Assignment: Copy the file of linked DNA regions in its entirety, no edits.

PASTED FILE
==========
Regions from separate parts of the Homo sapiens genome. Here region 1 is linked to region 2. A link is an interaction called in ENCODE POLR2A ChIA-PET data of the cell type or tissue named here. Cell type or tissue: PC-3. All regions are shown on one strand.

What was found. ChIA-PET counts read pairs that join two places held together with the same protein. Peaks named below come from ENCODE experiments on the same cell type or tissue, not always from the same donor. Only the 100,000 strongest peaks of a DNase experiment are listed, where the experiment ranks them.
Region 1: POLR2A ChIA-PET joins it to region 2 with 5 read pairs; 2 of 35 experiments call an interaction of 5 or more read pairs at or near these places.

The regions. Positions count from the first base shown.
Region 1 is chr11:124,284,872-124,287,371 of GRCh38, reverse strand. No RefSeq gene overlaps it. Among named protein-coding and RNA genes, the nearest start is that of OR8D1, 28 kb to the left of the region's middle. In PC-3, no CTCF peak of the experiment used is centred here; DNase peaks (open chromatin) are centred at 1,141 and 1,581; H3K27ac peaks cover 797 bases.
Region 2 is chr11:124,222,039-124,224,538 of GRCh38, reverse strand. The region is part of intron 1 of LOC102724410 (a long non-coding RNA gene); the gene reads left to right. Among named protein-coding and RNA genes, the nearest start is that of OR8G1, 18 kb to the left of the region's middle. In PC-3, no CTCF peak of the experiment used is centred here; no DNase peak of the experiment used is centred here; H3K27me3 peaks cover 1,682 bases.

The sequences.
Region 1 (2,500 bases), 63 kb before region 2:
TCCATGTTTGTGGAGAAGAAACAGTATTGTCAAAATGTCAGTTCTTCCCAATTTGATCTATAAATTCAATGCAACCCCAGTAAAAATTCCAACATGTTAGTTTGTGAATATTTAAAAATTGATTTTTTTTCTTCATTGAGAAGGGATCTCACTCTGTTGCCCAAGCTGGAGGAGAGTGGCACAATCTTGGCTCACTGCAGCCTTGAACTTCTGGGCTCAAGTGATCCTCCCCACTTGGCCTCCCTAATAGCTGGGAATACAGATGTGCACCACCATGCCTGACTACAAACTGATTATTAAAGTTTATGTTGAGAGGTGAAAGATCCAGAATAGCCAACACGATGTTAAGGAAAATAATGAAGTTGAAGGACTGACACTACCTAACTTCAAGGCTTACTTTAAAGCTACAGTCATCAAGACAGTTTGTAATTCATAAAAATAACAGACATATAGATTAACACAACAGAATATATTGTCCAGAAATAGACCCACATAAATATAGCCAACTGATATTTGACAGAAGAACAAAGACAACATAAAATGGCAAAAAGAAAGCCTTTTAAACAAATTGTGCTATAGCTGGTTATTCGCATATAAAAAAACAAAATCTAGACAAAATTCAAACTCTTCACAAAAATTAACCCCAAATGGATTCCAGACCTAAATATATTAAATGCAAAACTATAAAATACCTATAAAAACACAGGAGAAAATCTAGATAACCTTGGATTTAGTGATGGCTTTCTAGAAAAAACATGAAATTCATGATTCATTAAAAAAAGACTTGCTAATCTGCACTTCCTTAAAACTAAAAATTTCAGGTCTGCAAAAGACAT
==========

Regions from separate parts of the Homo sapiens genome. Here region 1 is linked to region 2. A link is an interaction called in ENCODE POLR2A ChIA-PET data of the cell type or tissue named here. Cell type or tissue: PC-3. All regions are shown on one strand.

What was found. ChIA-PET counts read pairs that join two places held together with the same protein. Peaks named below come from ENCODE experiments on the same cell type or tissue, not always from the same donor. Only the 100,000 strongest peaks of a DNase experiment are listed, where the experiment ranks them.
Region 1: POLR2A ChIA-PET joins it to region 2 with 5 read pairs; 2 of 35 experiments call an interaction of 5 or more read pairs at or near these places.

The regions. Positions count from the first base shown.
Region 1 is chr11:124,284,872-124,287,371 of GRCh38, reverse strand. No RefSeq gene overlaps it. Among named protein-coding and RNA genes, the nearest start is that of OR8D1, 28 kb to the left of the region's middle. In PC-3, no CTCF peak of the experiment used is centred here; DNase peaks (open chromatin) are centred at 1,141 and 1,581; H3K27ac peaks cover 797 bases.
Region 2 is chr11:124,222,039-124,224,538 of GRCh38, reverse strand. The region is part of intron 1 of LOC102724410 (a long non-coding RNA gene); the gene reads left to right. Among named protein-coding and RNA genes, the nearest start is that of OR8G1, 18 kb to the left of the region's middle. In PC-3, no CTCF peak of the experiment used is centred here; no DNase peak of the experiment used is centred here; H3K27me3 peaks cover 1,682 bases.

The sequences.
Region 1 (2,500 bases), 63 kb before region 2:
TCCATGTTTGTGGAGAAGAAACAGTATTGTCAAAATGTCAGTTCTTCCCAATTTGATCTATAAATTCAATGCAACCCCAGTAAAAATTCCAACATGTTAGTTTGTGAATATTTAAAAATTGATTTTTTTTCTTCATTGAGAAGGGATCTCACTCTGTTGCCCAAGCTGGAGGAGAGTGGCACAATCTTGGCTCACTGCAGCCTTGAACTTCTGGGCTCAAGTGATCCTCCCCACTTGGCCTCCCTAATAGCTGGGAATACAGATGTGCACCACCATGCCTGACTACAAACTGATTATTAAAGTTTATGTTGAGAGGTGAAAGATCCAGAATAGCCAACACGATGTTAAGGAAAATAATGAAGTTGAAGGACTGACACTACCTAACTTCAAGGCTTACTTTAAAGCTACAGTCATCAAGACAGTTTGTAATTCATAAAAATAACAGACATATAGATTAACACAACAGAATATATTGTCCAGAAATAGACCCACATAAATATAGCCAACTGATATTTGACAGAAGAACAAAGACAACATAAAATGGCAAAAAGAAAGCCTTTTAAACAAATTGTGCTATAGCTGGTTATTCGCATATAAAAAAACAAAATCTAGACAAAATTCAAACTCTTCACAAAAATTAACCCCAAATGGATTCCAGACCTAAATATATTAAATGCAAAACTATAAAATACCTATAAAAACACAGGAGAAAATCTAGATAACCTTGGATTTAGTGATGGCTTTCTAGAAAAAACATGAAATTCATGATTCATTAAAAAAAGACTTGCTAATCTGCACTTCCTTAAAACTAAAAATTTCAGGTCTGCAAAAGACAT